What is SWIFT?

SWIFT Definition. SWIFT is the Society for Worldwide Interbank Financial Telecommunication. It operates a global financial messaging network that exchanges messages between banks and other financial institutions. SWIFT also markets software and establishes standards for communications between its members. Various identifiers used are commonly referred to as “SWIFT codes”. SWIFT does not participate in the actual funds transfer, rather, it sends payment orders, which must be settled via correspondent relationship accounts that institutions maintain with each other. SWIFT is a cooperative society under Belgian law and was founded in Brussels in 1973. Its member financial institutions own the organization. SWIFT has offices around the world and is headquartered in La Hulpe, Belgium, near Brussels. The majority of international interbank messages flow over the highly secure SWIFT network. As of November 2008, SWIFT linked 8,740 financial institutions in 209 countries.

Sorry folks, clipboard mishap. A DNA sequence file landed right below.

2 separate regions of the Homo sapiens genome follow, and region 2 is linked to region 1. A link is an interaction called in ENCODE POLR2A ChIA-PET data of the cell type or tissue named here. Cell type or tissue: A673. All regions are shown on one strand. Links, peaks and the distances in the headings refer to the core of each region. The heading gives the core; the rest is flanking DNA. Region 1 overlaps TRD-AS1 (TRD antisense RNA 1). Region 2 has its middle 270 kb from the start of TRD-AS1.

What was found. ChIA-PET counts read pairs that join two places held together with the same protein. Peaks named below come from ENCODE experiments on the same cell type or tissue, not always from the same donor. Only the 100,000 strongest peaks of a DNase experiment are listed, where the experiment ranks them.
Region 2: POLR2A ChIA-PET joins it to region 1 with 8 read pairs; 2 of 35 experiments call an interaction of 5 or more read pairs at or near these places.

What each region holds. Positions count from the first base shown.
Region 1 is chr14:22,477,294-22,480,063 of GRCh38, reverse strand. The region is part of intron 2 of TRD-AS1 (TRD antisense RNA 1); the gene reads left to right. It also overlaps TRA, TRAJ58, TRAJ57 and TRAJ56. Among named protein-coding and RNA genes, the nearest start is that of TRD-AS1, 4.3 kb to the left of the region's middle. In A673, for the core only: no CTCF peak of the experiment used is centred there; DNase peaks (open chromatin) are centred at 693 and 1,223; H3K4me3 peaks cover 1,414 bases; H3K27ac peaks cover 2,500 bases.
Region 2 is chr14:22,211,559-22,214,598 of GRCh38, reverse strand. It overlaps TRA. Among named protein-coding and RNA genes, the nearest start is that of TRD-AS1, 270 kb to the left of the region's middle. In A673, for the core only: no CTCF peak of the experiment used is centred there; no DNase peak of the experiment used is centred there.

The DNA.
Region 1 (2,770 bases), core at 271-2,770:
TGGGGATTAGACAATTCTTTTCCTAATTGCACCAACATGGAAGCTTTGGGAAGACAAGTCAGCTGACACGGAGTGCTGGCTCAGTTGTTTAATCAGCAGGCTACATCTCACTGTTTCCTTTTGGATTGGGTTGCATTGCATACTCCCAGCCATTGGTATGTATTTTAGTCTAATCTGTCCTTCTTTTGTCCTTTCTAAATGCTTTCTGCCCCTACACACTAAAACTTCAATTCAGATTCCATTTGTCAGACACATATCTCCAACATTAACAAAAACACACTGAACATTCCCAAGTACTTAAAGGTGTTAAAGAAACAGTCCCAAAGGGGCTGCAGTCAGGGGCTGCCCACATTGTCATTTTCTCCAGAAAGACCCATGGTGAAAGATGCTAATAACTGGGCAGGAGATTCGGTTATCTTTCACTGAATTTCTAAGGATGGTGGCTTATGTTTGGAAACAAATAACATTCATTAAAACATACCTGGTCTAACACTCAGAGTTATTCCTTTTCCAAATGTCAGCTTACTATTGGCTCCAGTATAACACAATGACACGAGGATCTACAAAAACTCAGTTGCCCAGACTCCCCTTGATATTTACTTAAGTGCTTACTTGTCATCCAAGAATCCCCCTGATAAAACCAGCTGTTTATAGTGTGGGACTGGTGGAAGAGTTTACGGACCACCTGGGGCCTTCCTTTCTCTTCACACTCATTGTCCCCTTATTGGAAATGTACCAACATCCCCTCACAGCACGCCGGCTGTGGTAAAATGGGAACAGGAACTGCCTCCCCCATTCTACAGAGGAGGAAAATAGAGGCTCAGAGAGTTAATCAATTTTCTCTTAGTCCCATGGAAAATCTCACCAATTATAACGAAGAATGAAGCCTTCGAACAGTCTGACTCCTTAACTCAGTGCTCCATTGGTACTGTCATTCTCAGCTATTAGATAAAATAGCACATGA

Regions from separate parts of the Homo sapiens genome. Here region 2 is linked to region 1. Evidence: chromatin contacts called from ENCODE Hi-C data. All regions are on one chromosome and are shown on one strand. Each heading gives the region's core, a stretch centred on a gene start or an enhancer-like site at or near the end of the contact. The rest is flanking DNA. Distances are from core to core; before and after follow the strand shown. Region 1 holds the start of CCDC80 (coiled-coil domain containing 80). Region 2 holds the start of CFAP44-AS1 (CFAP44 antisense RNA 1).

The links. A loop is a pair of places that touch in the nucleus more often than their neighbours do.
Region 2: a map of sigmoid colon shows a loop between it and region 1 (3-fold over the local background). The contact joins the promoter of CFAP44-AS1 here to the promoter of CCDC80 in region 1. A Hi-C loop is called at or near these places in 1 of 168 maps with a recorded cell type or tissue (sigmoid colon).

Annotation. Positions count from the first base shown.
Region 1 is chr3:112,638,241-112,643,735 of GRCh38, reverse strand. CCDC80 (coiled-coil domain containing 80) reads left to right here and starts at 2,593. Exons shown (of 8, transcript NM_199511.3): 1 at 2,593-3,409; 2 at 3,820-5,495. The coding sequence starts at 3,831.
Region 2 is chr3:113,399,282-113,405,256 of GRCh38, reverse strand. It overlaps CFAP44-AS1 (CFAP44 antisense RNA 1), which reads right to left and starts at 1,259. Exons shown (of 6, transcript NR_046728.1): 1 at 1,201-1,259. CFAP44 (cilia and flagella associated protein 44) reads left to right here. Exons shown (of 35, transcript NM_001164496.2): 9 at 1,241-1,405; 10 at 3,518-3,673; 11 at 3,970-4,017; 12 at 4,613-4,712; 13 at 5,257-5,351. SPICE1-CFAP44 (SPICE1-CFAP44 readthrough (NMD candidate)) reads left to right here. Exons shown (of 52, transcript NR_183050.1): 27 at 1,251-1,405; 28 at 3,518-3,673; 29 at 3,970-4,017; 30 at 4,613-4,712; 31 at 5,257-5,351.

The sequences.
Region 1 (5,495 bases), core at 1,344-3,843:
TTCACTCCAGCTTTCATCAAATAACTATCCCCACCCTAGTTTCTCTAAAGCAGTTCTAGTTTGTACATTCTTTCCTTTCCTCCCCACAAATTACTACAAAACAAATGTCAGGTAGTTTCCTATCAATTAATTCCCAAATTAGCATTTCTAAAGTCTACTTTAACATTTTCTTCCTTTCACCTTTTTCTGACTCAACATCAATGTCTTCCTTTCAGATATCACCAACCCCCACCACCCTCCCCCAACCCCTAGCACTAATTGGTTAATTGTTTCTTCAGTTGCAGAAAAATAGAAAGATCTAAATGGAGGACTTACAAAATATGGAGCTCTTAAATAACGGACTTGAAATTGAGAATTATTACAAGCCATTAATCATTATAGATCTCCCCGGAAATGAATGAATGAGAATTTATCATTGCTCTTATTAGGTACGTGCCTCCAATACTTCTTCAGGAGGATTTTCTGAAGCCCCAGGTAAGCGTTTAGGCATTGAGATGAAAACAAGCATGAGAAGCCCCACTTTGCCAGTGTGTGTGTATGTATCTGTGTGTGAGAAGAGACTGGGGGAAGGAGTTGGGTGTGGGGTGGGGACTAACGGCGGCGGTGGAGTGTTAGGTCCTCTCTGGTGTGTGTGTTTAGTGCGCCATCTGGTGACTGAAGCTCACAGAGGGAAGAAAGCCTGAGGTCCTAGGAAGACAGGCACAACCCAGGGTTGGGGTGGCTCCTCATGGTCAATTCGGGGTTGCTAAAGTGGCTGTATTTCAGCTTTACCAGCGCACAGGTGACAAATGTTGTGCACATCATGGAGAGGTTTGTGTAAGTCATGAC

Risk Statement: Trading Foreign Exchange on margin carries a high level of risk and may not be suitable for all investors. The possibility exists that you could lose more than your initial deposit. The high degree of leverage can work against you as well as for you.